While going through kidney disease, Shabelman said she learned that everything was relative, and that you never know what is going on with other people. As a result of her disease, Shabelman was able to meet junior Safa Mohammed, who has chronic gastrointestinal health issues. According to Mohammed, Shabelman reached out to her through social media, and the two were able to relate to each other very quickly.

“[Shabelman] explained her story and we [found out] we were in the same hospital, had the same nurses and were on the same floor rooms away from each other,” Mohammed said. “We were able to relate to each other’s problems which is a good thing. To have someone who could relate so much, maybe not exactly because we have different conditions, but to still understand what each other is going through [is really nice].”

Mohammed first started to experience gastrointestinal issues in the second semester of her freshman year. Then, at the end of her first semester sophomore year, Mohammed was diagnosed with Superior Mesenteric Artery Syndrome (SMAS), a chronic digestive condition. Mohammed said that she struggled to balance her social life with her condition, especially when hanging out with friends.

“When I was going through my really rough period where I couldn’t tolerate any food, going out was rough because it was weird that I wasn’t eating,” Mohammed said. “I wasn’t ready to tell my friends what was going on because it was something very personal and I only wanted my family, myself and my doctors to know.”

After her artery collapsed, Mohammed was homebound, unable to come to school. According to Mohammed, her chronic illness began to take a toll on her mental health, as she missed her friends and school.

“When you go through a very invisible chronic illness, it does have an effect on your mental health,” Mohammed said. “That’s when the mental and physical health start to blur. You don’t have a social life, you can’t go out with friends, participate in sports, or any other club or activity. At the end of the day, I’m just a regular high school student who has an invisible illness that no one knows about, or some do know about it but can’t see. The only person who can see it and feel it is me.”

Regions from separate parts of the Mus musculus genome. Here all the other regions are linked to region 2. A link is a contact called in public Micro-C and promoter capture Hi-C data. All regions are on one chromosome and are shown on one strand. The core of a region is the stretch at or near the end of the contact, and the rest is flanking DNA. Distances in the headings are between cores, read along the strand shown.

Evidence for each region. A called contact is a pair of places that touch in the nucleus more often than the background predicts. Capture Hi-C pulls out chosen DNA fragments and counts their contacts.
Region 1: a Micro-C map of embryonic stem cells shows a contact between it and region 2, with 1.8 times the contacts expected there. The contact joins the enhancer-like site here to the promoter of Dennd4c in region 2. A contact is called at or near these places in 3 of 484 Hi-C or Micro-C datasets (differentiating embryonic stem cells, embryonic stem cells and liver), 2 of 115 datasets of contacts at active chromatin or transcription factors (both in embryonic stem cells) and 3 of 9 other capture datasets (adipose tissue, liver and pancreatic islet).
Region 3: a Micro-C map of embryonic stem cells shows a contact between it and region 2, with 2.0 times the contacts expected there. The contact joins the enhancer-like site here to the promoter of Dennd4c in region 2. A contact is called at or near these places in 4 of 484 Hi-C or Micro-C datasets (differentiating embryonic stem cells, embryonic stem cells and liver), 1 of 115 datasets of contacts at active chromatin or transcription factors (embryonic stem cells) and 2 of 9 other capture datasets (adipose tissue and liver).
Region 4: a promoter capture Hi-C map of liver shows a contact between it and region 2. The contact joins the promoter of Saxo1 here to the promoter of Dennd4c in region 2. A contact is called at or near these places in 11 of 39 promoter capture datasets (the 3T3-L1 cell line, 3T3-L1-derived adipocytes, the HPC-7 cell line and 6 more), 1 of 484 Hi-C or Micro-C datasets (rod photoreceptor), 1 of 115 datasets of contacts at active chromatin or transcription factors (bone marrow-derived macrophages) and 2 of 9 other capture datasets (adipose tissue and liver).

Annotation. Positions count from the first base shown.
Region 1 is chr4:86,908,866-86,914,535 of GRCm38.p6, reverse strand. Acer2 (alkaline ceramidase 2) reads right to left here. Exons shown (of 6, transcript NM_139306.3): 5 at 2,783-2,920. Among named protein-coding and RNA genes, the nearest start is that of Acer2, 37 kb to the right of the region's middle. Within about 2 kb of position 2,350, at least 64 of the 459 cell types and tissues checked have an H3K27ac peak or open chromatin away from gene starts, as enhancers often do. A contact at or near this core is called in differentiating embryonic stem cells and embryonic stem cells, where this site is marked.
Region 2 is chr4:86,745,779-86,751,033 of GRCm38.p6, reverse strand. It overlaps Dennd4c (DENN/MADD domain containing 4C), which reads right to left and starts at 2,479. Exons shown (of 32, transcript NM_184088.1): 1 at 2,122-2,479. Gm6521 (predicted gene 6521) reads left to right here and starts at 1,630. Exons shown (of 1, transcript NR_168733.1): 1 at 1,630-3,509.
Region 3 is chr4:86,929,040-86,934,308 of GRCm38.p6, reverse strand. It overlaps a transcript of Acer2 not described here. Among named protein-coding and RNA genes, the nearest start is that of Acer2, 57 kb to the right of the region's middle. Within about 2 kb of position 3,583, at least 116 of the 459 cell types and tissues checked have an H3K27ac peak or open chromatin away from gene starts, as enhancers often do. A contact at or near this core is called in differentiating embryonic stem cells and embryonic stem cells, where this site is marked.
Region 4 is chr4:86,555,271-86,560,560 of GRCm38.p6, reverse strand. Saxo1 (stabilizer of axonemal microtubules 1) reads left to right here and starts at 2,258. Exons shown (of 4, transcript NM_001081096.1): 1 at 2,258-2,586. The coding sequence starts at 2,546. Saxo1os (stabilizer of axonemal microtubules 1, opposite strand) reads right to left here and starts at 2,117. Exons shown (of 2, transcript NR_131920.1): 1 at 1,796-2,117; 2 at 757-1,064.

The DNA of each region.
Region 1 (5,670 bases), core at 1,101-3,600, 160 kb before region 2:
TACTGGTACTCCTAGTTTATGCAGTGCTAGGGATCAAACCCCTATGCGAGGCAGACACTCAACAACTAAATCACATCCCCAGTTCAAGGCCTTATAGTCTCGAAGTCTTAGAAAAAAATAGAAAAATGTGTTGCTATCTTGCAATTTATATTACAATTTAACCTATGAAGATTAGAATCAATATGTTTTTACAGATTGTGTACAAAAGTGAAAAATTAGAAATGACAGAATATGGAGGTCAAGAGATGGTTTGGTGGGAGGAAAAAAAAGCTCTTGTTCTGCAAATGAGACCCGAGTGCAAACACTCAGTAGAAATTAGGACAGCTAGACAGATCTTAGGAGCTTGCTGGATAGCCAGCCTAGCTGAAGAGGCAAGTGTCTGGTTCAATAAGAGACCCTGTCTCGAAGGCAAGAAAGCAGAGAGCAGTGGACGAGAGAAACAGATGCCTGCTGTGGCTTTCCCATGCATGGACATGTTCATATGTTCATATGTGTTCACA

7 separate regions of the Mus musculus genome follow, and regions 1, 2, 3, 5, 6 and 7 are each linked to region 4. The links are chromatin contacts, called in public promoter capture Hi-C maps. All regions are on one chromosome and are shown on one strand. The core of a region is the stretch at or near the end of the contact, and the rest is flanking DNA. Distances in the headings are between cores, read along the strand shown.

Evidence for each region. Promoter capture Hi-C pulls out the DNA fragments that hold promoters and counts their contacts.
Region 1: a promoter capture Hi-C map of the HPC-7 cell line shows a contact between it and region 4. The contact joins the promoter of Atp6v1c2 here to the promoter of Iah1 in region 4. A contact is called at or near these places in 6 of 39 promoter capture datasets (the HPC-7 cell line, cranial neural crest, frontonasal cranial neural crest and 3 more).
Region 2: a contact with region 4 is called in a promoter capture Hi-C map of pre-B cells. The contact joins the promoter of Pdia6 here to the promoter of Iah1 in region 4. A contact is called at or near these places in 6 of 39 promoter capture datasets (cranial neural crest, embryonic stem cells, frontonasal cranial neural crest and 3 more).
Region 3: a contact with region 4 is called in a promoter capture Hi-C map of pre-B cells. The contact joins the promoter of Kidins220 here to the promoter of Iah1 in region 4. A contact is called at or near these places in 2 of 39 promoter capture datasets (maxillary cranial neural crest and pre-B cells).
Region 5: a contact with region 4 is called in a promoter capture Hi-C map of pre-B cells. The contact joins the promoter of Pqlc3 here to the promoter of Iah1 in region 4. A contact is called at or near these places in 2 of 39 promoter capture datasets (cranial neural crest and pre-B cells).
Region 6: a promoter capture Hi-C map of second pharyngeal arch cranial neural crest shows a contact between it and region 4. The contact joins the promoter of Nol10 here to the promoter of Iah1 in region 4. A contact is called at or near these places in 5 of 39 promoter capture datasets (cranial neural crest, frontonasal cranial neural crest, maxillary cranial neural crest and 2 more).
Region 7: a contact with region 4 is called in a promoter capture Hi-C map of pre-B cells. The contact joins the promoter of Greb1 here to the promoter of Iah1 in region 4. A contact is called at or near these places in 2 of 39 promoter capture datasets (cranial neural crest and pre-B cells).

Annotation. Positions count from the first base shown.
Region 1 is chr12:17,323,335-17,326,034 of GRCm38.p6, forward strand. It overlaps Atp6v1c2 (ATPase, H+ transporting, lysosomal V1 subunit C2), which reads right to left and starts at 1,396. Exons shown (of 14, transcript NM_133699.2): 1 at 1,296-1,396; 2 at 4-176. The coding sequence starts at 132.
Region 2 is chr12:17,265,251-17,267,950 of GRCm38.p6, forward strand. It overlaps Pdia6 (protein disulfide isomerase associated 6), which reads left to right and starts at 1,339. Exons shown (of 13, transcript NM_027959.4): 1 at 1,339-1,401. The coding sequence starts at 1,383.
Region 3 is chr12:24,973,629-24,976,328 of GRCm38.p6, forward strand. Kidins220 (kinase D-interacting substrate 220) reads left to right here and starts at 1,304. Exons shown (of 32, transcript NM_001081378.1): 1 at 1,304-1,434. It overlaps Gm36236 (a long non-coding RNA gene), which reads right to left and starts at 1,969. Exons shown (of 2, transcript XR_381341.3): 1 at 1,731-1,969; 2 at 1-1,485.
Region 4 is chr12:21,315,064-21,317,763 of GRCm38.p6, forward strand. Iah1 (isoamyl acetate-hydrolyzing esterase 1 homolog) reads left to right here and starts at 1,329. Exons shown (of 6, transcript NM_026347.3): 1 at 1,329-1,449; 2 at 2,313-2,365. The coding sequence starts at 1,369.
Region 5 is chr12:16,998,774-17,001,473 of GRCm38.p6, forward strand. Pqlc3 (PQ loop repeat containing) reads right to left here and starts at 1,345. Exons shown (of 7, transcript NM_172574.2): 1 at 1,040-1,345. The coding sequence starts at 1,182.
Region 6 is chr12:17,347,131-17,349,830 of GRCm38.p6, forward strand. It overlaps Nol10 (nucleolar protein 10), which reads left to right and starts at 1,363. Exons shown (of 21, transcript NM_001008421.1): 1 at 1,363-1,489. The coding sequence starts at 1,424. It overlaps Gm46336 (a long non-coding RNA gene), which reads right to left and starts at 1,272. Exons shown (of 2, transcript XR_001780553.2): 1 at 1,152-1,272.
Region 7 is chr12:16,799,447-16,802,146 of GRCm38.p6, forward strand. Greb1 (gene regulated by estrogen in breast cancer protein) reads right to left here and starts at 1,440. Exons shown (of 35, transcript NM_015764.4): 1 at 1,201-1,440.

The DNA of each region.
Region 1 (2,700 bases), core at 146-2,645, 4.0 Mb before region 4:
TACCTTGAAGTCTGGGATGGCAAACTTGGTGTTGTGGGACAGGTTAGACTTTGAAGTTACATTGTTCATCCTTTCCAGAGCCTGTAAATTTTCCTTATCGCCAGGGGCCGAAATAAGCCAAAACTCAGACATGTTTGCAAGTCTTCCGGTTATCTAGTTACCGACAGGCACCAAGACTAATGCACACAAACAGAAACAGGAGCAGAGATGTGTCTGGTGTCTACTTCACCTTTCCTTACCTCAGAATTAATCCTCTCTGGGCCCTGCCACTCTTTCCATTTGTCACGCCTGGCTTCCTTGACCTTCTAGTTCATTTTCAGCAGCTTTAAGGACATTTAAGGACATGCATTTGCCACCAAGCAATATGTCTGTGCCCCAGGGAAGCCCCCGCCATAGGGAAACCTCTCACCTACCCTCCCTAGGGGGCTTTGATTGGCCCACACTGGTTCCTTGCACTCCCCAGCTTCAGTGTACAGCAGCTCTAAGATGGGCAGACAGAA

As she has recovered, Mohammed explained that she has begun to be more open with what she is going through and has learned to be more appreciative.

“I’ve had so much time to heal and reflect on what happened to me and what happened to my family, [and] how they coped with my illness,” Mohammed said. “I am [also now] really appreciative of everyone [because] you become so appreciative for the small things you have in life. It’s really fascinating to see how so much can be taken away from you in such little time, and then it is restored with certain limitations.”

Similarly, Shabelman stated that after she came out on the other side of her illness, she realized how much her thinking has changed. Shabelman explains how she has been more open about what she has gone through and wants to advocate for others.

“Last year, I thought that [my chronic illness] did [define who I was],” Shabelman said. “I’ve learned a lot about myself. I’ve also learned to accept that it’s okay to have [a chronic illness] be a part of your life. It doesn’t need to define you, but you can recognize it and not be afraid of it. You never know what people are going through. Remind yourself to be accepting of others, even if you don’t know what anyone else is going through, be nice for the sake of it.”

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Chronic illnesses pose threatening obstacles